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Paul Maddison 

Paul Maddison served in the Royal Canadian Navy for 37 years, retiring in 2013 at the rank of Vice Admiral. During his naval service, which included 15 years at sea, he had the privilege to command the frigate HMCS CALGARY based in Esquimalt BC, and the destroyer HMCS IROQUOIS based in Halifax NS. He deployed to the Arabian Gulf during the Gulf War in 1990, and commanded at sea in the same region during Operation Enduring Freedom in 2003.            

 

On promotion to flag rank in 2006, he served as the Canadian Armed Forces Assistant Chief of Military Personnel. This was followed by promotion to Rear-Admiral in 2008 and appointment as Commander of Maritime Forces Atlantic in Halifax . On promotion to Vice Admiral in 2011, he was appointed Commander of the Royal Canadian Navy.            

 

A graduate of le College Militaire Royal de St-Jean and the Canadian Forces College, VAdm (Ret’d) Maddison’s decorations include: Commander of the Order of Military Merit (Canada), Commander of the Legion of Merit (United States) and Officer of the Legion d’honneur (France).            

 

Paul’s interests include geostrategic issues (with emphasis on maritime strategy), fitness, hockey, and history. He is currently President of Paul Maddison Consulting Inc. and holds Fellowships with both the Royal Canadian Geographic Society and the Canadian Defence and Foreign Affairs Institute. He resides in Ottawa with his wife Fay (President/CEO of Natasha’s Wood Inc. and Founder of the Natasha’s Wood Foundation in support of First Responder families). They are proud parents of Audrey and Brendan.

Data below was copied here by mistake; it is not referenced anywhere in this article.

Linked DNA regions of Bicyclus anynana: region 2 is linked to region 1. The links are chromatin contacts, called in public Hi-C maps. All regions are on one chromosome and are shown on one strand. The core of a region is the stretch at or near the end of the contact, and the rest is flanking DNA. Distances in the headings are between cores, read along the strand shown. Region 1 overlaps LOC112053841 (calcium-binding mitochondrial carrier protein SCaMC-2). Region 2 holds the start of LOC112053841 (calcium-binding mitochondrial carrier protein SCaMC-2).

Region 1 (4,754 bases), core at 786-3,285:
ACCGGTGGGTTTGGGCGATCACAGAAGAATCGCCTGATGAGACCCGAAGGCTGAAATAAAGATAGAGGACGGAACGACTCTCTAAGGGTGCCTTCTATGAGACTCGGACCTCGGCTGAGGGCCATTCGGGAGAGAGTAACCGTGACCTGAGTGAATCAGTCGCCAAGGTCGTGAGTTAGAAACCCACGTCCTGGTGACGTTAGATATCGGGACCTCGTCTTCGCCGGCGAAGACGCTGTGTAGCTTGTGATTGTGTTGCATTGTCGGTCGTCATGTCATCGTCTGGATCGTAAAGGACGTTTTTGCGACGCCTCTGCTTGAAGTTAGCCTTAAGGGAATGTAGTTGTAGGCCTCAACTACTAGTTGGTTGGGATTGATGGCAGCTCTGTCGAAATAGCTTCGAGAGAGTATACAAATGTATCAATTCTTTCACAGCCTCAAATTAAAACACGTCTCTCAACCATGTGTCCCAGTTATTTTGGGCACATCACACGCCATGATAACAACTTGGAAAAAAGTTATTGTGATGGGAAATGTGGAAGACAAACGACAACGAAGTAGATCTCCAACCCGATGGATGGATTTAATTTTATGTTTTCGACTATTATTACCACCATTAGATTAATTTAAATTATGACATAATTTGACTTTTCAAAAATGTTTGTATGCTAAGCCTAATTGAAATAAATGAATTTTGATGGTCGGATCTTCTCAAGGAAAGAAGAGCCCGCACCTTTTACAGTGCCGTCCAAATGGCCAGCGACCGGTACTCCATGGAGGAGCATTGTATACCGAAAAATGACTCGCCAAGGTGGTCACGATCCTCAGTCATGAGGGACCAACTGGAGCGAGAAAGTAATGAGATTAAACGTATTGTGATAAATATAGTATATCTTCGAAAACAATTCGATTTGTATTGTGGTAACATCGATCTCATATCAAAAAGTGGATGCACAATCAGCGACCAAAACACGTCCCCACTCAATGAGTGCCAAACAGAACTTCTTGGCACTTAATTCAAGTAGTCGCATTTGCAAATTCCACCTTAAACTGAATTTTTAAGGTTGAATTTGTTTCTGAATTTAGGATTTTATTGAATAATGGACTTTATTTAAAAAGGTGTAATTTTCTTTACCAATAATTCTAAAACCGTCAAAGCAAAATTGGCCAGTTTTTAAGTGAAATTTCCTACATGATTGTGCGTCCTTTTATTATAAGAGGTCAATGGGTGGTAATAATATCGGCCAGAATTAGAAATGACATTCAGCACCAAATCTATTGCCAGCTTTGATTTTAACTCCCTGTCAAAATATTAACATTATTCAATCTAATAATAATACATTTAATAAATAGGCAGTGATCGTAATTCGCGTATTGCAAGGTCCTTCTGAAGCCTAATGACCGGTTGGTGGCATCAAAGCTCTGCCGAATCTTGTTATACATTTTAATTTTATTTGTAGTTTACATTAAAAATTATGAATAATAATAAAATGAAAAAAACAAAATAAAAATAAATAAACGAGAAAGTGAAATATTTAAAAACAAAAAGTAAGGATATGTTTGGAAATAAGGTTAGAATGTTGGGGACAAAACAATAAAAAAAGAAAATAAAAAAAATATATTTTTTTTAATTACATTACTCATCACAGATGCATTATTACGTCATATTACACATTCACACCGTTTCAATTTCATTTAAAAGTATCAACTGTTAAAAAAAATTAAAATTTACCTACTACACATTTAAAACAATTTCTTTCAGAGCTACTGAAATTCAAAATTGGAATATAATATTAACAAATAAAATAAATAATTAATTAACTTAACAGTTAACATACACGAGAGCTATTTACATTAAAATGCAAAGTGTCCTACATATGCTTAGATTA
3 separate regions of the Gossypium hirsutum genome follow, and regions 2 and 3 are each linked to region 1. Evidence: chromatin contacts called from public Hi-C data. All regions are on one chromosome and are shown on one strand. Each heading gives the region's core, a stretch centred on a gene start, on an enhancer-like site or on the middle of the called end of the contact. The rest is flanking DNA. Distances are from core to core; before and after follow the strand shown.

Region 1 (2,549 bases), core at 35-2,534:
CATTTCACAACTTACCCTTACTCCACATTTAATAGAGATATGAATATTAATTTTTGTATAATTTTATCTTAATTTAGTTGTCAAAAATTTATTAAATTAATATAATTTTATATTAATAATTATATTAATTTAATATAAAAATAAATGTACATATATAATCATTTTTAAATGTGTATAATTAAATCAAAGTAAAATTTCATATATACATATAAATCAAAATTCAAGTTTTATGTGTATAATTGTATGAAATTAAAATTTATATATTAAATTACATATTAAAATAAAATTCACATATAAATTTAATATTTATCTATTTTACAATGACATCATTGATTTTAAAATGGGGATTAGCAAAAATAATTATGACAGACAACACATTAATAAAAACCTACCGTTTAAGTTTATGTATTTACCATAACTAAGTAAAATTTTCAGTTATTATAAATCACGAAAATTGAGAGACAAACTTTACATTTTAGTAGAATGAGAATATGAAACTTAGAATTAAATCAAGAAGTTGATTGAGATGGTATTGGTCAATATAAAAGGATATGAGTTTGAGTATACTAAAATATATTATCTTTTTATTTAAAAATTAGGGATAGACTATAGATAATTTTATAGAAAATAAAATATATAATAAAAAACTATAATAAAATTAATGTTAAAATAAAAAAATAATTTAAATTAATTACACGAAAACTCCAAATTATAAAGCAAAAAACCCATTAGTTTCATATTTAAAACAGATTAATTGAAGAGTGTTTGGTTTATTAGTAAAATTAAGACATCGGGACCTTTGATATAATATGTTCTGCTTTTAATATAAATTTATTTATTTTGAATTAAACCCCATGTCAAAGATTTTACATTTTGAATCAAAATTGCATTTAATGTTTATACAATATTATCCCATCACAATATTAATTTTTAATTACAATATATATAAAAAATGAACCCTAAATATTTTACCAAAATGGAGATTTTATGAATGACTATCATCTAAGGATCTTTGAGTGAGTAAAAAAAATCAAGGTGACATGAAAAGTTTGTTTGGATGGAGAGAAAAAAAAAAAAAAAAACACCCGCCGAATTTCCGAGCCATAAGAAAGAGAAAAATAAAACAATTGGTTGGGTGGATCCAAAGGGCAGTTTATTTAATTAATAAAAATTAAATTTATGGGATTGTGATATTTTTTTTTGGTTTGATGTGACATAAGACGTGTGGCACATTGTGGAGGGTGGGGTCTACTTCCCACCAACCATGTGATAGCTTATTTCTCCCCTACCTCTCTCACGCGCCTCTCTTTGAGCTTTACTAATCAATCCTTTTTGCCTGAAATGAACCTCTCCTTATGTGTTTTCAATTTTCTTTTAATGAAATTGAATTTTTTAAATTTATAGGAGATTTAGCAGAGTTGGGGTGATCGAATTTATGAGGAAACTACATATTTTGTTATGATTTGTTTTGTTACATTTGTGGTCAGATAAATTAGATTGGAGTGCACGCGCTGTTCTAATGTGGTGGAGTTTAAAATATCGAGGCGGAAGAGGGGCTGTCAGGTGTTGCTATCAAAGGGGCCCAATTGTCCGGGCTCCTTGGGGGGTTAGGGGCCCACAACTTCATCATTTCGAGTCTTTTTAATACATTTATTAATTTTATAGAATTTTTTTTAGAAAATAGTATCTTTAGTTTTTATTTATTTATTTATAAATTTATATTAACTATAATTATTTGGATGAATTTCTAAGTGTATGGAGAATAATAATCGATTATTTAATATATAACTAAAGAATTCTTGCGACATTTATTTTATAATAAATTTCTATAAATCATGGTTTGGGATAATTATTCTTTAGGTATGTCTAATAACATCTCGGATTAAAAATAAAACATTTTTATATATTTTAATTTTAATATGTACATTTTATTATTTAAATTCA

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Pierre Martin 

Pierre Martin (Ph.D., Northwestern, 1991) is professor of political science and director of the Chair in American Political and Economic Studies at the Université de Montréal. He is a member and former director of the Université de Montréal/McGill Center for International Peace and Security Studies (CIPSS) and a research fellow at CÉRIUM, Montréal’s Centre for International Studies. In 1999-2000 he was the Mackenzie King Visiting Associate Professor at Harvard University, as well as a Fulbright Fellow. In 2008 he was a public policy scholar at the Woodrow Wilson International Center for Scholars, in Washington, and a visiting lecturer at Beijing International Studies University. His research and teaching center on U.S. politics, international political economy, international relations and public opinion analysis. He has authored more than fifty articles in specialized books and journals and has edited or co-edited six volumes. In 2012, he won the Marcel Cadieux Distinguished Writing Award from the Canadian International Council for the best article published in 2012 by the International Journal. Professor Martin is a frequent commentator on political and international affairs in the French and English media. He has published numerous op-ed articles in French and English national newspapers and has been a guest columnist for the Toronto Star since 2006.